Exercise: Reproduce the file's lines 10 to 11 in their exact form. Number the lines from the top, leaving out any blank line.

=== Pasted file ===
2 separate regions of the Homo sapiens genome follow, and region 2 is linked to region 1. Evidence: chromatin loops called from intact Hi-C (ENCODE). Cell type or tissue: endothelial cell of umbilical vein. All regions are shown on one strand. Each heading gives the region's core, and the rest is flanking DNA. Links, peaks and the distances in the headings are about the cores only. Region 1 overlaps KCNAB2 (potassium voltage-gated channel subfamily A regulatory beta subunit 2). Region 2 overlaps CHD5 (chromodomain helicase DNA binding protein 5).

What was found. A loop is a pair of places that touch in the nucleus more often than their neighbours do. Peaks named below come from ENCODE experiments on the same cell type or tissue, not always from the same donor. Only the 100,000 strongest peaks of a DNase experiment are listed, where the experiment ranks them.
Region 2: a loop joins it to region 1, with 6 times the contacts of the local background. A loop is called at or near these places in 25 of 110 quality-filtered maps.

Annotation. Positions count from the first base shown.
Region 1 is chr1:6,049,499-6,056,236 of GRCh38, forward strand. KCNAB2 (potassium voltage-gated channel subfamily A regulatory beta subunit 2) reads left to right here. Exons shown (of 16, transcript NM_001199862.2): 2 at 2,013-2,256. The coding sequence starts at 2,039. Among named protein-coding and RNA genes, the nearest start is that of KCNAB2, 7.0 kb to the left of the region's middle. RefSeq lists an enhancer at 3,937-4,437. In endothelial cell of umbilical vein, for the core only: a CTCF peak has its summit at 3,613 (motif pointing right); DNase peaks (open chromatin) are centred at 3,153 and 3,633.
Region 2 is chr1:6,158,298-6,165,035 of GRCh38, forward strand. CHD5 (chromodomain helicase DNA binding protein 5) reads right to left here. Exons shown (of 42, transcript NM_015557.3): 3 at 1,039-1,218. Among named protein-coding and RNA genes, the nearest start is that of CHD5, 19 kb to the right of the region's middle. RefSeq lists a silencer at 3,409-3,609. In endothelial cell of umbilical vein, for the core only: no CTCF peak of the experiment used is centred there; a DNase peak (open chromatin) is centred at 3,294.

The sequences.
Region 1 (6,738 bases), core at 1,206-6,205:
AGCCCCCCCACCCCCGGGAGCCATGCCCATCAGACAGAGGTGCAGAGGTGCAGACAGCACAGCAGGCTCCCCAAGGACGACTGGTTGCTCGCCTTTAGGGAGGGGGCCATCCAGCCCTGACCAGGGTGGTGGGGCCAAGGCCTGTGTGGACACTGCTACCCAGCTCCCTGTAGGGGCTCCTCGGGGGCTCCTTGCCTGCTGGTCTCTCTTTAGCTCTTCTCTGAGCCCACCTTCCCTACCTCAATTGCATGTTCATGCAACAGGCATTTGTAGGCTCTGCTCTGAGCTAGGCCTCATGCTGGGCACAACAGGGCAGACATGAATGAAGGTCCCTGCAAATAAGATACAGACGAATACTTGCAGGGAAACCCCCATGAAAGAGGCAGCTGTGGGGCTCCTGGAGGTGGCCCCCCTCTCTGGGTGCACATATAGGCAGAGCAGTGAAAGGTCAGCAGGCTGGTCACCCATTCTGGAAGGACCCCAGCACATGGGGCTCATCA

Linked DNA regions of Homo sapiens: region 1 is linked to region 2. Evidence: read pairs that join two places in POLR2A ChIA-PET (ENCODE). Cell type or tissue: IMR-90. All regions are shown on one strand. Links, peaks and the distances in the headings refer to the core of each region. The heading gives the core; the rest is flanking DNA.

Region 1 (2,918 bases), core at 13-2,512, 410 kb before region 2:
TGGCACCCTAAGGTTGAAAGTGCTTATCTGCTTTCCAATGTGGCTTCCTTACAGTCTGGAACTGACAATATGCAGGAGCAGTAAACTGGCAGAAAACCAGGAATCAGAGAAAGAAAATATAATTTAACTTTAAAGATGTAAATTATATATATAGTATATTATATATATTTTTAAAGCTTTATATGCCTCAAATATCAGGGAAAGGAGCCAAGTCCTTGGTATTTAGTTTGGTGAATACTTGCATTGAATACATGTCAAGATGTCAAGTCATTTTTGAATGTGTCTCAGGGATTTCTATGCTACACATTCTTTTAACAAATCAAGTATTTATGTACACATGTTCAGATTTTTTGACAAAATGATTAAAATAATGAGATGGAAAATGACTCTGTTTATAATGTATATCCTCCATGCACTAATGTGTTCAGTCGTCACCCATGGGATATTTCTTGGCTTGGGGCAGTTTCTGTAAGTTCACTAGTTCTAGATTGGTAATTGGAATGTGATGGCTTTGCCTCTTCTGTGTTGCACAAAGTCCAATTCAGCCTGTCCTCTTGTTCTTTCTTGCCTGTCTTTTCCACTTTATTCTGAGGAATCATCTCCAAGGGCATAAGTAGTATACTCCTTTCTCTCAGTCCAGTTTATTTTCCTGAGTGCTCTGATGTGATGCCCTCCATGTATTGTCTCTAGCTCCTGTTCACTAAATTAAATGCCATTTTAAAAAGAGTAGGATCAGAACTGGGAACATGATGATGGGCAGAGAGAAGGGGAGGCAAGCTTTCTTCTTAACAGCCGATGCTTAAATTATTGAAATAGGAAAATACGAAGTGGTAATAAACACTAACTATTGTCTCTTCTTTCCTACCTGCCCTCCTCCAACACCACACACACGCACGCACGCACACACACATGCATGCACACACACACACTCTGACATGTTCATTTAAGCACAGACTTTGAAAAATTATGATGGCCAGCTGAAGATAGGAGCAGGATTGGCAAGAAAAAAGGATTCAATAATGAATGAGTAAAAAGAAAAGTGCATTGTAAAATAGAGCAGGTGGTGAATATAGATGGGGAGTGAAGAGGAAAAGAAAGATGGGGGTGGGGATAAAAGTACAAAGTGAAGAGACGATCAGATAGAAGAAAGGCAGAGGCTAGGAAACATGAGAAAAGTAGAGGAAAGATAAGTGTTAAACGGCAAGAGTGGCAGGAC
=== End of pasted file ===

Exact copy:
Linked DNA regions of Homo sapiens: region 1 is linked to region 2. Evidence: read pairs that join two places in POLR2A ChIA-PET (ENCODE). Cell type or tissue: IMR-90. All regions are shown on one strand. Links, peaks and the distances in the headings refer to the core of each region. The heading gives the core; the rest is flanking DNA.

Region 1 (2,918 bases), core at 13-2,512, 410 kb before region 2: